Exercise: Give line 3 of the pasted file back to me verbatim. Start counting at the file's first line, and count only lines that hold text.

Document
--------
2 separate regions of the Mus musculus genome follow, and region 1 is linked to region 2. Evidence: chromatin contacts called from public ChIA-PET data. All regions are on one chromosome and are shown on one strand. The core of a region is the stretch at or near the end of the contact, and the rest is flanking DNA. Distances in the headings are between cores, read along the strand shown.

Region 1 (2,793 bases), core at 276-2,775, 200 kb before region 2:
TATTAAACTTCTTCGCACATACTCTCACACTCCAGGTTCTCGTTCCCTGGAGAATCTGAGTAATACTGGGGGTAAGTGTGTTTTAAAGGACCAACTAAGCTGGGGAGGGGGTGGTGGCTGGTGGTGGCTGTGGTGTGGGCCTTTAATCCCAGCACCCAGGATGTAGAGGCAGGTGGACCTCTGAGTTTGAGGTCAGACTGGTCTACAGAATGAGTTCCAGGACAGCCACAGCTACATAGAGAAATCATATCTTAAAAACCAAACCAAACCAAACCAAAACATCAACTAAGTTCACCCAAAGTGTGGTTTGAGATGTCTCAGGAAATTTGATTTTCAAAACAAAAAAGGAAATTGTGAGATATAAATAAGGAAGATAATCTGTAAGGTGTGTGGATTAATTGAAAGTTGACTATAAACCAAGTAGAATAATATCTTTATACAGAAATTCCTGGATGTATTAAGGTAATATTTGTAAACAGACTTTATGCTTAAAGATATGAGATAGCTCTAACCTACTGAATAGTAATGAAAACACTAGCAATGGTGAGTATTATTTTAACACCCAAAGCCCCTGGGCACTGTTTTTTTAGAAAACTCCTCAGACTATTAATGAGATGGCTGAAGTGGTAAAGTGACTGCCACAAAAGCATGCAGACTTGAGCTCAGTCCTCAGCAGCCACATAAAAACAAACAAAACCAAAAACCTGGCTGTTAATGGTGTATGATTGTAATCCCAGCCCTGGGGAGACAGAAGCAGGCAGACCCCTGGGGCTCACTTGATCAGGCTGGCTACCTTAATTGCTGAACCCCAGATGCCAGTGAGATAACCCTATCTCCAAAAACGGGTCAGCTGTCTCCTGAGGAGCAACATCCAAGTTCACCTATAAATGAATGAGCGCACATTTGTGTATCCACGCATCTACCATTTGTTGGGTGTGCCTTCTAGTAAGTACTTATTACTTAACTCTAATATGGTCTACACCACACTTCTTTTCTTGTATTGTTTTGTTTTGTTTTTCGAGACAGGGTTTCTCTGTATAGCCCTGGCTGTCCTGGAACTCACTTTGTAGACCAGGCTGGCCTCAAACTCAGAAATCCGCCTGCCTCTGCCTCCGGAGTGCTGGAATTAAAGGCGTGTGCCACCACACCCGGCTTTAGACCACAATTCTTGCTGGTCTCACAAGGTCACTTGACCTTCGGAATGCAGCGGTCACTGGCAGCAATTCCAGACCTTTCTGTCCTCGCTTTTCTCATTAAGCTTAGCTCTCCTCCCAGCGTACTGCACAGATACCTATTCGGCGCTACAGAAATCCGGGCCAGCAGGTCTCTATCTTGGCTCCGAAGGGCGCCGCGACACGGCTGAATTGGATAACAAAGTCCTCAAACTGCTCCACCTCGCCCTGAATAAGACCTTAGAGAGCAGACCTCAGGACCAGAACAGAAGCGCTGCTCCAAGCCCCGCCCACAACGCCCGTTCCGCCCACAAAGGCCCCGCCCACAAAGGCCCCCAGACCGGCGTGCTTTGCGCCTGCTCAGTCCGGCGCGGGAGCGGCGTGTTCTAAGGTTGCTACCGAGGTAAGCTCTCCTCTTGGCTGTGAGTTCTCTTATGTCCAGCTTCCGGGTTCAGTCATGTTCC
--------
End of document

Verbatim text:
TATTAAACTTCTTCGCACATACTCTCACACTCCAGGTTCTCGTTCCCTGGAGAATCTGAGTAATACTGGGGGTAAGTGTGTTTTAAAGGACCAACTAAGCTGGGGAGGGGGTGGTGGCTGGTGGTGGCTGTGGTGTGGGCCTTTAATCCCAGCACCCAGGATGTAGAGGCAGGTGGACCTCTGAGTTTGAGGTCAGACTGGTCTACAGAATGAGTTCCAGGACAGCCACAGCTACATAGAGAAATCATATCTTAAAAACCAAACCAAACCAAACCAAAACATCAACTAAGTTCACCCAAAGTGTGGTTTGAGATGTCTCAGGAAATTTGATTTTCAAAACAAAAAAGGAAATTGTGAGATATAAATAAGGAAGATAATCTGTAAGGTGTGTGGATTAATTGAAAGTTGACTATAAACCAAGTAGAATAATATCTTTATACAGAAATTCCTGGATGTATTAAGGTAATATTTGTAAACAGACTTTATGCTTAAAGATATGAGATAGCTCTAACCTACTGAATAGTAATGAAAACACTAGCAATGGTGAGTATTATTTTAACACCCAAAGCCCCTGGGCACTGTTTTTTTAGAAAACTCCTCAGACTATTAATGAGATGGCTGAAGTGGTAAAGTGACTGCCACAAAAGCATGCAGACTTGAGCTCAGTCCTCAGCAGCCACATAAAAACAAACAAAACCAAAAACCTGGCTGTTAATGGTGTATGATTGTAATCCCAGCCCTGGGGAGACAGAAGCAGGCAGACCCCTGGGGCTCACTTGATCAGGCTGGCTACCTTAATTGCTGAACCCCAGATGCCAGTGAGATAACCCTATCTCCAAAAACGGGTCAGCTGTCTCCTGAGGAGCAACATCCAAGTTCACCTATAAATGAATGAGCGCACATTTGTGTATCCACGCATCTACCATTTGTTGGGTGTGCCTTCTAGTAAGTACTTATTACTTAACTCTAATATGGTCTACACCACACTTCTTTTCTTGTATTGTTTTGTTTTGTTTTTCGAGACAGGGTTTCTCTGTATAGCCCTGGCTGTCCTGGAACTCACTTTGTAGACCAGGCTGGCCTCAAACTCAGAAATCCGCCTGCCTCTGCCTCCGGAGTGCTGGAATTAAAGGCGTGTGCCACCACACCCGGCTTTAGACCACAATTCTTGCTGGTCTCACAAGGTCACTTGACCTTCGGAATGCAGCGGTCACTGGCAGCAATTCCAGACCTTTCTGTCCTCGCTTTTCTCATTAAGCTTAGCTCTCCTCCCAGCGTACTGCACAGATACCTATTCGGCGCTACAGAAATCCGGGCCAGCAGGTCTCTATCTTGGCTCCGAAGGGCGCCGCGACACGGCTGAATTGGATAACAAAGTCCTCAAACTGCTCCACCTCGCCCTGAATAAGACCTTAGAGAGCAGACCTCAGGACCAGAACAGAAGCGCTGCTCCAAGCCCCGCCCACAACGCCCGTTCCGCCCACAAAGGCCCCGCCCACAAAGGCCCCCAGACCGGCGTGCTTTGCGCCTGCTCAGTCCGGCGCGGGAGCGGCGTGTTCTAAGGTTGCTACCGAGGTAAGCTCTCCTCTTGGCTGTGAGTTCTCTTATGTCCAGCTTCCGGGTTCAGTCATGTTCC